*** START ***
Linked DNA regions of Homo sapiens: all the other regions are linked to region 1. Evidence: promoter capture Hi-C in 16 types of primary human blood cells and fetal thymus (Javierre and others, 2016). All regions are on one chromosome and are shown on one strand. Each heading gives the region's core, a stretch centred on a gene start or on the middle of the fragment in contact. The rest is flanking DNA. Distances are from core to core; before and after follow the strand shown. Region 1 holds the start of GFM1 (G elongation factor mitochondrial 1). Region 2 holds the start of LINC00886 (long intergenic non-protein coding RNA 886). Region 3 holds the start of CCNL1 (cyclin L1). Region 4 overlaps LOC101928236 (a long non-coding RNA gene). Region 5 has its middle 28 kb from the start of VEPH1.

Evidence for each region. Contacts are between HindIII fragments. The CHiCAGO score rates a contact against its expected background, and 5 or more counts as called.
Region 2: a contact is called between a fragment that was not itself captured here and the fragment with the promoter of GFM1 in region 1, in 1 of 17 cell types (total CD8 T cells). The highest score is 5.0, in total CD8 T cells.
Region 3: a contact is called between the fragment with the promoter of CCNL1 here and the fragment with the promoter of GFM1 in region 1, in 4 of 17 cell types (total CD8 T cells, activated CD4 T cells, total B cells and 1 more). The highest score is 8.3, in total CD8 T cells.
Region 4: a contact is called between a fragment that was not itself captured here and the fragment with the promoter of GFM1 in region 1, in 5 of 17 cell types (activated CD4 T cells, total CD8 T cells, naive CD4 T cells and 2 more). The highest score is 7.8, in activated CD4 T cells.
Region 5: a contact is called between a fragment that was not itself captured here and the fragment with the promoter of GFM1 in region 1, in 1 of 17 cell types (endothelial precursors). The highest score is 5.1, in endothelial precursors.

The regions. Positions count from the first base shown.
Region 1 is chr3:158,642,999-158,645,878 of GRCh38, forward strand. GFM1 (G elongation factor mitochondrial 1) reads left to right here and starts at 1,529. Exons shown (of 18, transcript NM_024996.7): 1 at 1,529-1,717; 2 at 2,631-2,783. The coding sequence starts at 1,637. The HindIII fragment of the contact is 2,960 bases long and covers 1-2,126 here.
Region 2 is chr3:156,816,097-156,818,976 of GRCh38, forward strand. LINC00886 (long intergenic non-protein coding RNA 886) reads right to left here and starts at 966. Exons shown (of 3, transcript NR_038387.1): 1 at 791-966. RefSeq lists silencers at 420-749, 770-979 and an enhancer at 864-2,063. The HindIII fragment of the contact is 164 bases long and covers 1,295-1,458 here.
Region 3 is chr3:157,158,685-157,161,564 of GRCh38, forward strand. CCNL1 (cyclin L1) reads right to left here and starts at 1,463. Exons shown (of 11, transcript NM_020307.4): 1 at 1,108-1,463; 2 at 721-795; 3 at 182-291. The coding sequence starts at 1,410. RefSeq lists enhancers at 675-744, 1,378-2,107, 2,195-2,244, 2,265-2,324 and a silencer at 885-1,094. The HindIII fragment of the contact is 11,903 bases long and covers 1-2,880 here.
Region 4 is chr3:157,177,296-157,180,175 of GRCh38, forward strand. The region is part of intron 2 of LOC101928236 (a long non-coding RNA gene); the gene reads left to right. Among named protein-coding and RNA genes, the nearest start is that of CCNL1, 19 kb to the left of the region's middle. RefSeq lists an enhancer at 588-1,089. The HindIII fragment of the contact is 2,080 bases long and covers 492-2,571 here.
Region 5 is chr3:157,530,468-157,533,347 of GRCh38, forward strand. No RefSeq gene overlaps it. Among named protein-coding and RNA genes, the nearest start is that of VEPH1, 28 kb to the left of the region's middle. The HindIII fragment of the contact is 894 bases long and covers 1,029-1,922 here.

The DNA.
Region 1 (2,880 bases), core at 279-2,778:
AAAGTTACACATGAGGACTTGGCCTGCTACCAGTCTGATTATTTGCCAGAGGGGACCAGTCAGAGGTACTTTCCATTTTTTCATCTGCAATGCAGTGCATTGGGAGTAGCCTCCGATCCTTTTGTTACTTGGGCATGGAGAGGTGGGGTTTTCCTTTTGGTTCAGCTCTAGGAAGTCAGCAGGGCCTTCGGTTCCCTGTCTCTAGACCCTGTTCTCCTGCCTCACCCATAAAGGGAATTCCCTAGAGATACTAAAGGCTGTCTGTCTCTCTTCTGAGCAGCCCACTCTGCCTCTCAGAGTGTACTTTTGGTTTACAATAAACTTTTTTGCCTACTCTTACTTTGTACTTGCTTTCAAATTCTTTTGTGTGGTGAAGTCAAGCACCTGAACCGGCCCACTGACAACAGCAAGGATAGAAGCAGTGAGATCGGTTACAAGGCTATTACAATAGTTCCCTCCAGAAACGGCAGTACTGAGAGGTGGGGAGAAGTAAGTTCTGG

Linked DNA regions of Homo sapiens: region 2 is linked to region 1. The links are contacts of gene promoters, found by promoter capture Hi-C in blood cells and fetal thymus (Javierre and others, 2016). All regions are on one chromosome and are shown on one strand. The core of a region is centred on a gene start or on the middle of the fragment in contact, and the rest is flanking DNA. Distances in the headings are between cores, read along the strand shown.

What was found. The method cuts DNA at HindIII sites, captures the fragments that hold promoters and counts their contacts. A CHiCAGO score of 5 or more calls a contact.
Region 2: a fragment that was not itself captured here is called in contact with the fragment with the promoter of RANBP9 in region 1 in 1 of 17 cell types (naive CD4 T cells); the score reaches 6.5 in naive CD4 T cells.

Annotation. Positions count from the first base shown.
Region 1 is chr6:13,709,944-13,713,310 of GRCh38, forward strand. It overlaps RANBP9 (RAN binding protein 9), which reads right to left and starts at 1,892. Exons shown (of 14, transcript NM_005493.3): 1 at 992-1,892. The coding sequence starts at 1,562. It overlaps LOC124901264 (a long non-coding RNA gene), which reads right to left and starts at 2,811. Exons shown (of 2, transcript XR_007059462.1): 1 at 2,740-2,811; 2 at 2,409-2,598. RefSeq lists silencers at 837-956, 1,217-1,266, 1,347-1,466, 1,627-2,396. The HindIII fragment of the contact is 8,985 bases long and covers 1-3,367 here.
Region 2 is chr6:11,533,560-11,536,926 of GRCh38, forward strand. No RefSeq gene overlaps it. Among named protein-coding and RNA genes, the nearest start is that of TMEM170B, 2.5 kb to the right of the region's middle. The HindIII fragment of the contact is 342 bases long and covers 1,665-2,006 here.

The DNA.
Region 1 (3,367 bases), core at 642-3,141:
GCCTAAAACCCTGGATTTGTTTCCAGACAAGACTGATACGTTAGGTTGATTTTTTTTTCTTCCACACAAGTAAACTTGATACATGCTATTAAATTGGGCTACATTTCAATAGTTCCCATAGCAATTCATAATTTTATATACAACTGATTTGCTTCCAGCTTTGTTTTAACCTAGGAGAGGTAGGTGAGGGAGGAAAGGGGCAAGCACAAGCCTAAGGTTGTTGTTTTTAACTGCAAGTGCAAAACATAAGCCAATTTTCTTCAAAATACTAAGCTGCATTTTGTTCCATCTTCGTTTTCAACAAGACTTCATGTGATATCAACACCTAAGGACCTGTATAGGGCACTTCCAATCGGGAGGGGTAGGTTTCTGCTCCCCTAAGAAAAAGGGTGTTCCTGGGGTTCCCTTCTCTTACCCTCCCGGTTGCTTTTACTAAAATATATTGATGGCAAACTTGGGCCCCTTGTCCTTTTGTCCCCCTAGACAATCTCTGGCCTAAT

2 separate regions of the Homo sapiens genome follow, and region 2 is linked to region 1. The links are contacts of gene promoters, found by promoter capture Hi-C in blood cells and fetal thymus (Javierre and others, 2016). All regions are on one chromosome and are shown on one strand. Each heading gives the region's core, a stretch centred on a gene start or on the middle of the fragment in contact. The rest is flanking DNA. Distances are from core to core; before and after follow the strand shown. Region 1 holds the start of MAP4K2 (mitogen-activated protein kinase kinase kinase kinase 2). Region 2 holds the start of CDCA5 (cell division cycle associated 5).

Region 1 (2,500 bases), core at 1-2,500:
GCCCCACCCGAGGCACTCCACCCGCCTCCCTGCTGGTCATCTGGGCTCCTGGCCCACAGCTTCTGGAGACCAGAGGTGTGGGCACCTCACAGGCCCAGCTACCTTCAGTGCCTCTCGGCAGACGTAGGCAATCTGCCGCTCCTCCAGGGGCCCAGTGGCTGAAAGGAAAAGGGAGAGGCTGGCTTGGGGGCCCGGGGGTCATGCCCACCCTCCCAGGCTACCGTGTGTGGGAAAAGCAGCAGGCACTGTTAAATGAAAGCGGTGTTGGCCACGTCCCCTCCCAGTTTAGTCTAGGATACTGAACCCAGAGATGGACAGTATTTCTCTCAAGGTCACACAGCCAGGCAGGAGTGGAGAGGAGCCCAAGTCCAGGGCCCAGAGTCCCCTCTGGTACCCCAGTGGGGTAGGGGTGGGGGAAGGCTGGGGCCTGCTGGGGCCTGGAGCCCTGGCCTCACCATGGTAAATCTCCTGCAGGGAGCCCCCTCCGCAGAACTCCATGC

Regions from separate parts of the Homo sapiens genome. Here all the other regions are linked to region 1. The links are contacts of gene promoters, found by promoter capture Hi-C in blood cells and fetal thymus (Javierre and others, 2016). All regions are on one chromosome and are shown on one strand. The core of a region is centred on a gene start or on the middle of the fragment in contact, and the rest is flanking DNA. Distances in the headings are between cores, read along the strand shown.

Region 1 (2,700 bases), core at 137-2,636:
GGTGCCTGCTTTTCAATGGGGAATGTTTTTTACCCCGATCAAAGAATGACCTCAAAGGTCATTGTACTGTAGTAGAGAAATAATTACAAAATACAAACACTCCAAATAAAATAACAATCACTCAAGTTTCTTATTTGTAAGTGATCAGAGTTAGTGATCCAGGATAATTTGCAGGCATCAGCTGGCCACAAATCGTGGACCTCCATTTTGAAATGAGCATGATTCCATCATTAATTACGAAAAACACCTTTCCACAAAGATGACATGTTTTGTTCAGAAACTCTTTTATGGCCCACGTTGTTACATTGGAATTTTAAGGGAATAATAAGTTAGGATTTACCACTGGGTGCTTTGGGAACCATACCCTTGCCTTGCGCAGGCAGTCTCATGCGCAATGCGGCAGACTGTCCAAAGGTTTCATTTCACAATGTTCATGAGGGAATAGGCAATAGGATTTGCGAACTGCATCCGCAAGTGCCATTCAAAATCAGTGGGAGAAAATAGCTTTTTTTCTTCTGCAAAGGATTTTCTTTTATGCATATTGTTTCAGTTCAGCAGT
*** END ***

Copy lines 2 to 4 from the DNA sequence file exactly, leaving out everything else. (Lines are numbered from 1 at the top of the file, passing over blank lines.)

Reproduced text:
Evidence for each region. Contacts are between HindIII fragments. The CHiCAGO score rates a contact against its expected background, and 5 or more counts as called.
Region 2: a contact is called between a fragment that was not itself captured here and the fragment with the promoter of GFM1 in region 1, in 1 of 17 cell types (total CD8 T cells). The highest score is 5.0, in total CD8 T cells.
Region 3: a contact is called between the fragment with the promoter of CCNL1 here and the fragment with the promoter of GFM1 in region 1, in 4 of 17 cell types (total CD8 T cells, activated CD4 T cells, total B cells and 1 more). The highest score is 8.3, in total CD8 T cells.